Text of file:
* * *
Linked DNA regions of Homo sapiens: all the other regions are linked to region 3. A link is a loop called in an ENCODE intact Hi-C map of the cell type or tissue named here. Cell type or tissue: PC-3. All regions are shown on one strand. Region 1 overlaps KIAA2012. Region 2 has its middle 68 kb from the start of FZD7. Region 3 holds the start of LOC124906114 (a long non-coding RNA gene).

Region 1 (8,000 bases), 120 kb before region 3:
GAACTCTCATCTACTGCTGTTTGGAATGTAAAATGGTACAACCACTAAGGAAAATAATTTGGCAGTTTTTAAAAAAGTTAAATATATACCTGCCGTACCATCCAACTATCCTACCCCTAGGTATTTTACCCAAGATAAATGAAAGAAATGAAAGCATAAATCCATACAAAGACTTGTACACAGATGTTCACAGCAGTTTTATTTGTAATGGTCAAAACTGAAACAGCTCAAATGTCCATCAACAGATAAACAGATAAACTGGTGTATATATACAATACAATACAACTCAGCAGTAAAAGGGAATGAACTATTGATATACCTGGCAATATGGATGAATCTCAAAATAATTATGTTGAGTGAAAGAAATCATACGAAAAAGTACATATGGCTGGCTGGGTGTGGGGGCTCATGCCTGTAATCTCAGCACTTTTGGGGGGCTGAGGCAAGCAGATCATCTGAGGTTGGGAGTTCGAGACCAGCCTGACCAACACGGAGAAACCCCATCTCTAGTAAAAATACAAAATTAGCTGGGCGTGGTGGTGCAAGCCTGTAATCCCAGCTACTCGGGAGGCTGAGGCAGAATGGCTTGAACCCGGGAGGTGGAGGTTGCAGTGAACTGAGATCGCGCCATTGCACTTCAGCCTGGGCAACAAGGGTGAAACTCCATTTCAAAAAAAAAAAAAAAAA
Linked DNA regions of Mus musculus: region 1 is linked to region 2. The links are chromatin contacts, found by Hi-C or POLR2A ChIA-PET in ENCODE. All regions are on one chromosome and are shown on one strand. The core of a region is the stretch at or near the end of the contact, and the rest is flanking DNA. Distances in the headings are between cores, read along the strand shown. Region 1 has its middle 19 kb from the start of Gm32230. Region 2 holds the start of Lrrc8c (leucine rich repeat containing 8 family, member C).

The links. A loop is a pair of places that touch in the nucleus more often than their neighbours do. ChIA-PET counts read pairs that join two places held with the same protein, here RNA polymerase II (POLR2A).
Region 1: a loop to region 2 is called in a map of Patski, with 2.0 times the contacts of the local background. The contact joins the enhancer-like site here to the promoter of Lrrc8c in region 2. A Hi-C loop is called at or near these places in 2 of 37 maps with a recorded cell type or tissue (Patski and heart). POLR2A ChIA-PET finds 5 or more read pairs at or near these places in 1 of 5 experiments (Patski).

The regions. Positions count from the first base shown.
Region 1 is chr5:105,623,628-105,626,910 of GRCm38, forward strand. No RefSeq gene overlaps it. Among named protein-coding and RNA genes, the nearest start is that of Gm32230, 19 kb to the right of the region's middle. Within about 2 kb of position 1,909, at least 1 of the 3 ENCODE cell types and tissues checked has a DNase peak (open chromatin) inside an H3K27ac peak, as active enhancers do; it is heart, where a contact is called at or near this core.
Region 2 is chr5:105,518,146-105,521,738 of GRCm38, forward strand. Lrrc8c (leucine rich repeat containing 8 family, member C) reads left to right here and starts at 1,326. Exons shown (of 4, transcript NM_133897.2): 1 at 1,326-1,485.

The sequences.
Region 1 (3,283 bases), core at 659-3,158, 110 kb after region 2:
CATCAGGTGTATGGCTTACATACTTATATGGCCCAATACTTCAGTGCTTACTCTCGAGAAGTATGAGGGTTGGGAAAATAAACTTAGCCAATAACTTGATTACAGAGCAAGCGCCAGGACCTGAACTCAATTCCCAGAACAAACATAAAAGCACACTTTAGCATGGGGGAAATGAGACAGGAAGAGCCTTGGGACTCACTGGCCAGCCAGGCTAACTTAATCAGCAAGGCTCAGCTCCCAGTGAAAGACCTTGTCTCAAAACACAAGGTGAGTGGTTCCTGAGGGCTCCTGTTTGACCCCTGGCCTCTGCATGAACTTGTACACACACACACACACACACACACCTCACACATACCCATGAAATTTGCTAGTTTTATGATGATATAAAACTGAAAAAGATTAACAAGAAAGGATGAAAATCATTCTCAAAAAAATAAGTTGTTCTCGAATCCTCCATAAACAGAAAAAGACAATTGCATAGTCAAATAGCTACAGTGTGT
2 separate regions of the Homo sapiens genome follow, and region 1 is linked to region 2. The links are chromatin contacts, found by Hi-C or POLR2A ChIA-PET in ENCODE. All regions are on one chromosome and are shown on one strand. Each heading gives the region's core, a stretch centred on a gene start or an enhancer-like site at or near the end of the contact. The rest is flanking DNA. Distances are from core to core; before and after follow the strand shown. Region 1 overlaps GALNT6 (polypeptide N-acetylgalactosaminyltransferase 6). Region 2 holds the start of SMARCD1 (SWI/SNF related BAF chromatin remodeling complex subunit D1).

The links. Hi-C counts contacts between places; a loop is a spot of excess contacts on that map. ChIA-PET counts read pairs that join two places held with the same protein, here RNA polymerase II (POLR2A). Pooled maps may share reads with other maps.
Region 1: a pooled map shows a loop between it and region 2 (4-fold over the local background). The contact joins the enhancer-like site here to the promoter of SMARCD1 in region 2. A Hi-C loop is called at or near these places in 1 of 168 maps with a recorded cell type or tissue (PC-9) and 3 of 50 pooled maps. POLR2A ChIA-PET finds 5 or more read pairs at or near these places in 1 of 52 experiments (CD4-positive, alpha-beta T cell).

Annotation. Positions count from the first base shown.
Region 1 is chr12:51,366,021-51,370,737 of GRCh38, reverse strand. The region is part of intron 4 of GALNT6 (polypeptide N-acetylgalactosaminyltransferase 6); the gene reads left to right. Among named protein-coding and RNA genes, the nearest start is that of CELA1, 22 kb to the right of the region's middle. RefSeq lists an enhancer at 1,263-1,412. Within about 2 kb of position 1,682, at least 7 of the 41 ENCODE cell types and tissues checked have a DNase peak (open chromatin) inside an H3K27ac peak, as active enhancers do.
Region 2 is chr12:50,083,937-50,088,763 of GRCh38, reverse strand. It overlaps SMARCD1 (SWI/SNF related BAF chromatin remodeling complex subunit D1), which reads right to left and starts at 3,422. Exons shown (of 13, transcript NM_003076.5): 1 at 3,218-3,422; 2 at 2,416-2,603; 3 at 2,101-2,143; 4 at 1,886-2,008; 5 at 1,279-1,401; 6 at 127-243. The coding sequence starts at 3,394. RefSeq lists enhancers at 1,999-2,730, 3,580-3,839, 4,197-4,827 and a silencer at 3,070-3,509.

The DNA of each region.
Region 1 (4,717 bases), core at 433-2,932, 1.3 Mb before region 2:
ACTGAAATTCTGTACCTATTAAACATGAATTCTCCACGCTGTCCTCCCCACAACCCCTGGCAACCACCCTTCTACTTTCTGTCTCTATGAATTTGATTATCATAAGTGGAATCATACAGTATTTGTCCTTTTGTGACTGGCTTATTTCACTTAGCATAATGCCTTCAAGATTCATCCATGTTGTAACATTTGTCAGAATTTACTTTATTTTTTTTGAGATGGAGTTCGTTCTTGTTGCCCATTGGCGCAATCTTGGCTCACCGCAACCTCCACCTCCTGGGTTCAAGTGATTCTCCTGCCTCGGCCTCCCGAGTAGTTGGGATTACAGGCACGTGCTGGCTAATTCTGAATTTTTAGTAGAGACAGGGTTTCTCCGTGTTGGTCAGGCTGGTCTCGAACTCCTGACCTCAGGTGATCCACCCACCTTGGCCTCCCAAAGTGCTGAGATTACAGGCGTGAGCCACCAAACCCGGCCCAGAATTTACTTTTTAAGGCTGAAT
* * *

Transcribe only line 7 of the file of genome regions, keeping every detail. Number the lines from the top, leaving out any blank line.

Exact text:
The regions. Positions count from the first base shown.